Helsinki Zoo (Korkeasaari) is one of the oldest in the world and is home to a treasury of animals that seem very exotic to us Southern Hemisphere folk. Established in 1889 it is housed on an island which you can access by ferry or bus. On a sunny but crisp spring day we took the bus, as like many things in Finland the ferries are on limited service until June.
The girl in the ticket office told us no balloons were allowed inside the zoo so we had to hand over the one Miko had been given at Helsinki Central Railway Station and leave it in the office with my name on it. I thought this was a good idea as I do worry about balloon skins being left around where birds or small animals can eat them.
Like most people I have mixed feelings about zoos but if they’re for education this zoo really did provide us with an opportunity to see animals we have never seen before or have only seen in books. It was wonderful, like walking around Dr Doolittle’s island or a world where new animals are invented. Some animals looked familiar with just a slight difference about them – like the Mongolian horses or Hemione who were no doubt offended by us mistakenly calling them ‘donkeys‘.
We were greeted at the front of the zoo by a sign warning us about the Canadian geese on site. It’s breeding season here and they are aggressively protecting their nests at the moment. Built at ground level the nests are quite large and dotted throughout the zoo gardens. One bird will sit on top of three or so eggs while its mate fiercely launches attacks on hapless passersby. It made for a day of much dodging and squealing as these large birds bore down on people honking and flapping their wings while the nest-warmer smugly changed position on top of its brood.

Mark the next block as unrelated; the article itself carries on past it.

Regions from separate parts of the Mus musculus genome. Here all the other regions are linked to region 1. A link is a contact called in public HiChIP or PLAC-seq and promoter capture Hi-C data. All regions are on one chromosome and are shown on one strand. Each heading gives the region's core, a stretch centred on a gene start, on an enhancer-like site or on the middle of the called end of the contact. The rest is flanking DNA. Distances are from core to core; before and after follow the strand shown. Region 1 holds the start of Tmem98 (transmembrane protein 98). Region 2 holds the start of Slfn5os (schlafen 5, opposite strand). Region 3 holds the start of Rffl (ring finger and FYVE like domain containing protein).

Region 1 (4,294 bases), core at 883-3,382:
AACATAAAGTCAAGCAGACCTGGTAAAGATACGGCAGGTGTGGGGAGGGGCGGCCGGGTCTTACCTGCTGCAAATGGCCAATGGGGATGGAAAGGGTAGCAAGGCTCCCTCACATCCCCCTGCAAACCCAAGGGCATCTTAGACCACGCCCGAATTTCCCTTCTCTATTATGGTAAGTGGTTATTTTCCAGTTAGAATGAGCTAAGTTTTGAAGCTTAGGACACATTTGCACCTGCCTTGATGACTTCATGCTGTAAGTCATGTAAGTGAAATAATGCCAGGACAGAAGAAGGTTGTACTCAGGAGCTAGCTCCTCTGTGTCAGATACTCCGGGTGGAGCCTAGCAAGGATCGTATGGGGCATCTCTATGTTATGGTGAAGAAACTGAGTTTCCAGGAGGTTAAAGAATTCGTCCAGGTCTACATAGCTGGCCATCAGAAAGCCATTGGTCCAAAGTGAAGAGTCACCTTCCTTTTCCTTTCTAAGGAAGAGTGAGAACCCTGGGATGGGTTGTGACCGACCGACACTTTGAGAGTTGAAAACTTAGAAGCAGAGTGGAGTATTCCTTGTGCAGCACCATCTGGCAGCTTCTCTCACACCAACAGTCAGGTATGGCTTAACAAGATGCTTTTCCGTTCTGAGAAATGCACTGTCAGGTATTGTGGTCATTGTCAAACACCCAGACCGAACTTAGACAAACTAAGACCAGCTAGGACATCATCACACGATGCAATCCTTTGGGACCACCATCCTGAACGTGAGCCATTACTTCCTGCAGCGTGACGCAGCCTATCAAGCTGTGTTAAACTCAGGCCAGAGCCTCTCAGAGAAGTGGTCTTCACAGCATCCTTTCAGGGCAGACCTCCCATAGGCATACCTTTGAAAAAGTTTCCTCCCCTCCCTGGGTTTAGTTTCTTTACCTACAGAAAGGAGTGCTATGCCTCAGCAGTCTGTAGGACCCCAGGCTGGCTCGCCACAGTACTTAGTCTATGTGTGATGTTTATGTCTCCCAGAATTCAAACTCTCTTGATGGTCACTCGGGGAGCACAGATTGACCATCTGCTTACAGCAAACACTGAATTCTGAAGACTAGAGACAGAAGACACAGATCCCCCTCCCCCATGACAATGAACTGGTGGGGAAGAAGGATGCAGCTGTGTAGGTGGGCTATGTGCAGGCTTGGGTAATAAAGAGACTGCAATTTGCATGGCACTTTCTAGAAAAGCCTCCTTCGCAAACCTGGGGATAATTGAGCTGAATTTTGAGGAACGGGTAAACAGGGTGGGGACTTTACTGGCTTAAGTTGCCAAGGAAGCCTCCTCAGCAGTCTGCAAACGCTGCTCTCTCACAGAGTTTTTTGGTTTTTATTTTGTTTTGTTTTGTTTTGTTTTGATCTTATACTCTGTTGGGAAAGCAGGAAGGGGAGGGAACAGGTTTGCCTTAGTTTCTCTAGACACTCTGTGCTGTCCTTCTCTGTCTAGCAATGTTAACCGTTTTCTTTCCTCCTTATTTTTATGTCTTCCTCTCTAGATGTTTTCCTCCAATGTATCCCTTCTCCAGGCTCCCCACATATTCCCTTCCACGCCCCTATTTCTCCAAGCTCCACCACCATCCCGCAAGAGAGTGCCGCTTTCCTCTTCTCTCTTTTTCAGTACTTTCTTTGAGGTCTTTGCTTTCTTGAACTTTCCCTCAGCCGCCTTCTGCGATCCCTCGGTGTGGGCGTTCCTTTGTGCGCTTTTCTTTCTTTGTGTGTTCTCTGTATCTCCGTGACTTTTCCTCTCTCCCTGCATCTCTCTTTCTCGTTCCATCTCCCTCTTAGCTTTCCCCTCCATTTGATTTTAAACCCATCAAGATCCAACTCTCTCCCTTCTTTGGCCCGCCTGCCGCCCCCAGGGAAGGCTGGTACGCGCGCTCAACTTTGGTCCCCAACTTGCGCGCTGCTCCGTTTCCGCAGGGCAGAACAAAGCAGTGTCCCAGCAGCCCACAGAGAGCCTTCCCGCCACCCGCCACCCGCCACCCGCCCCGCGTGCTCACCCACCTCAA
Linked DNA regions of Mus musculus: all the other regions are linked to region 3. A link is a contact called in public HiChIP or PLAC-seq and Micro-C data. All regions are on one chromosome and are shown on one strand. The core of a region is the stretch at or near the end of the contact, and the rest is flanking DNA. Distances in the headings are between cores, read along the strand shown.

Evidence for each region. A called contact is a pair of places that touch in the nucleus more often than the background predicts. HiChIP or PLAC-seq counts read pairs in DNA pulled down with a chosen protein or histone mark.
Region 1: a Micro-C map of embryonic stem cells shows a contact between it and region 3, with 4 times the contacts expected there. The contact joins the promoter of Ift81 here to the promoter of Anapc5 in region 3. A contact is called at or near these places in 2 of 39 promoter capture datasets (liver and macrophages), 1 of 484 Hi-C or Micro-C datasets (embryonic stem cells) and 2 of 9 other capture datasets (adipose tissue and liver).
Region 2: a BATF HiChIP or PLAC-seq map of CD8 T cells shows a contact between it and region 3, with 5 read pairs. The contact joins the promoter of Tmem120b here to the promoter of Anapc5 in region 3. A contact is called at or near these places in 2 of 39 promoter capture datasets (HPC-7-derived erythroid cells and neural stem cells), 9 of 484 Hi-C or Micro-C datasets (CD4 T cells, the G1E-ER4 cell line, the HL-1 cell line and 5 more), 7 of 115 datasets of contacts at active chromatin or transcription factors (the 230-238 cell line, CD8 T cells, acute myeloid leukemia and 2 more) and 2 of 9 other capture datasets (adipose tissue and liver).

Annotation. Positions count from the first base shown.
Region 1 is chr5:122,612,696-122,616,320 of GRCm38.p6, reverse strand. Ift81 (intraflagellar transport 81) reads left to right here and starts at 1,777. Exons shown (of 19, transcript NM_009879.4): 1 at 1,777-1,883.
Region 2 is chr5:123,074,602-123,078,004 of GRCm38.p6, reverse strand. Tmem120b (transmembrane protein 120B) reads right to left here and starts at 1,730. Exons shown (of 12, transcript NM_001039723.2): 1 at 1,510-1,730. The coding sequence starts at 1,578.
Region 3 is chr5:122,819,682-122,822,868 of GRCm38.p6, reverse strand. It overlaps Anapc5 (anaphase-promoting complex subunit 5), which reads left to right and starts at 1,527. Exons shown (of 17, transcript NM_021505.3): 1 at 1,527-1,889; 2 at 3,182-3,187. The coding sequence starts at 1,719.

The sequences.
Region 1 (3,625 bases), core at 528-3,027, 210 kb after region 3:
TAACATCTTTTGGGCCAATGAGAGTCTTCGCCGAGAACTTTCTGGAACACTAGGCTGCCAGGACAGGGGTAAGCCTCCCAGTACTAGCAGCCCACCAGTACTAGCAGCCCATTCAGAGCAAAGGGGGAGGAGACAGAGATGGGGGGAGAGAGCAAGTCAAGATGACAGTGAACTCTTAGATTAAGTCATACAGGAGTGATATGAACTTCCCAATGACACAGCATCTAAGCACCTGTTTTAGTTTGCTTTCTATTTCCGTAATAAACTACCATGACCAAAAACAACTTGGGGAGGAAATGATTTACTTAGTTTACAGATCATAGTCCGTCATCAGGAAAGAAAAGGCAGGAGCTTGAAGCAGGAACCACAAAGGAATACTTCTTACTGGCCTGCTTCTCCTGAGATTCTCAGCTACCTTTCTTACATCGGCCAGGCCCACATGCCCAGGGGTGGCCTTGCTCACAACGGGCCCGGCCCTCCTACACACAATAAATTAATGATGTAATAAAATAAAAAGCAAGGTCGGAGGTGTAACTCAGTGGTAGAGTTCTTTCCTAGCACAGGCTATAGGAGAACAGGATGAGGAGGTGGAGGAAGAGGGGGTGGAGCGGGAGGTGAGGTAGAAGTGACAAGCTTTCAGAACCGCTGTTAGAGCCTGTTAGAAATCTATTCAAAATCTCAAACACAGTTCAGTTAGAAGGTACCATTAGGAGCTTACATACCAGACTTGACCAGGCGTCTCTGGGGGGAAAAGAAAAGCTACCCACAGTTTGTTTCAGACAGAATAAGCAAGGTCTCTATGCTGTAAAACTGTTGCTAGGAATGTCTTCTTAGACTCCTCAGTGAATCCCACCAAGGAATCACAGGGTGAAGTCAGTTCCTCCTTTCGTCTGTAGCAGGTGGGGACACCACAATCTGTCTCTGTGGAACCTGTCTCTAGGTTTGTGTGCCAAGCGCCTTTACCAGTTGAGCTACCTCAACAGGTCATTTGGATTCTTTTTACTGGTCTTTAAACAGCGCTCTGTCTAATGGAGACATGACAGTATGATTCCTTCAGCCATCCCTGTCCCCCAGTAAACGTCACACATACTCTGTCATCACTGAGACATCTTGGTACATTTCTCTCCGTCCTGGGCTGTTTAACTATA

Due to the cold temperatures here some animals are moved inside for winter and so there are no elephants, giraffes or zebras like we see at home. Inside the Tropical House we saw lots of crazy little moustachioed tamarins that could fit comfortably in your hand if they would sit still long enough. They are named Keisaritamariini in reference to the moustache favoured by the German Emperor at the end of the 1800s.
We spent most the day saying ‘What is that?’ and searching for the names of each species of animal on its sign. We saw Brazilian Aguti, Patagonian Mara and Vicuna, Bactrian camels with two shaggy humps and Pére David’s deer which looked a bit like reindeer to us. It was really hard to take photos that do the zoo and its inhabitants justice but I really recommend checking out the Helsinki Zoo website which includes information in English and pictures of ice sculpting and other events.
And what of the balloon? Well, I dutifully approached the girl in the ticket office and said ‘Um, there’s a balloon here for Mel?’ and gave it to Miko who then saw the ice cream stand and in his excitement let go of the string. We watched the balloon immediately head high up in the sky, giddy with new found freedom after listening to the girls in the office for the last three hours, and can only hope it headed back to the city and not to Korkeasaari.